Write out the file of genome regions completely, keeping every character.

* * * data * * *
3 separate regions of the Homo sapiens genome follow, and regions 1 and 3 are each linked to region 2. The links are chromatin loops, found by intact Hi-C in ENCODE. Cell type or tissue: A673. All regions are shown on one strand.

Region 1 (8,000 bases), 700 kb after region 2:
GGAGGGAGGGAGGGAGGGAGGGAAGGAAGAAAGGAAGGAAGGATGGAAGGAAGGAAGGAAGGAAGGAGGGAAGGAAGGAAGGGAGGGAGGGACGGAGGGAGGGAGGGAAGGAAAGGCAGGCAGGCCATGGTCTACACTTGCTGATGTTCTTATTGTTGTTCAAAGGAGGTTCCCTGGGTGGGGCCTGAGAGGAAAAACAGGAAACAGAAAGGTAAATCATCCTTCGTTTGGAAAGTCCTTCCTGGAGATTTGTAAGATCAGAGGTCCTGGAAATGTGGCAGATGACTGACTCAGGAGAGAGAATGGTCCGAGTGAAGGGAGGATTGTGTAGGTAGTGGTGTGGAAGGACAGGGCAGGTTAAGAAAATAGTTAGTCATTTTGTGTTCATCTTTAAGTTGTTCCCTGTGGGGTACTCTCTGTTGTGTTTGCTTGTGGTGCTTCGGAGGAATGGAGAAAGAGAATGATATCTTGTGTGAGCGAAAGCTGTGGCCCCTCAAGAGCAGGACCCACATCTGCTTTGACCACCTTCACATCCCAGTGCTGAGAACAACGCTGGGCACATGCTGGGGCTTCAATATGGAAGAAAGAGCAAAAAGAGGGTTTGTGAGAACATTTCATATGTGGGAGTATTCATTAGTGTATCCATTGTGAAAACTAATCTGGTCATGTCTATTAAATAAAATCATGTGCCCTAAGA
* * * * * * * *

3 separate regions of the Homo sapiens genome follow, and regions 1 and 3 are each linked to region 2. The links are chromatin loops, found by intact Hi-C in ENCODE. Cell type or tissue: A673. All regions are shown on one strand.

Region 1 (8,000 bases), 700 kb after region 2:
GGAGGGAGGGAGGGAGGGAGGGAAGGAAGAAAGGAAGGAAGGATGGAAGGAAGGAAGGAAGGAAGGAGGGAAGGAAGGAAGGGAGGGAGGGACGGAGGGAGGGAGGGAAGGAAAGGCAGGCAGGCCATGGTCTACACTTGCTGATGTTCTTATTGTTGTTCAAAGGAGGTTCCCTGGGTGGGGCCTGAGAGGAAAAACAGGAAACAGAAAGGTAAATCATCCTTCGTTTGGAAAGTCCTTCCTGGAGATTTGTAAGATCAGAGGTCCTGGAAATGTGGCAGATGACTGACTCAGGAGAGAGAATGGTCCGAGTGAAGGGAGGATTGTGTAGGTAGTGGTGTGGAAGGACAGGGCAGGTTAAGAAAATAGTTAGTCATTTTGTGTTCATCTTTAAGTTGTTCCCTGTGGGGTACTCTCTGTTGTGTTTGCTTGTGGTGCTTCGGAGGAATGGAGAAAGAGAATGATATCTTGTGTGAGCGAAAGCTGTGGCCCCTCAAGAGCAGGACCCACATCTGCTTTGACCACCTTCACATCCCAGTGCTGAGAACAACGCTGGGCACATGCTGGGGCTTCAATATGGAAGAAAGAGCAAAAAGAGGGTTTGTGAGAACATTTCATATGTGGGAGTATTCATTAGTGTATCCATTGTGAAAACTAATCTGGTCATGTCTATTAAATAAAATCATGTGCCCTAAGA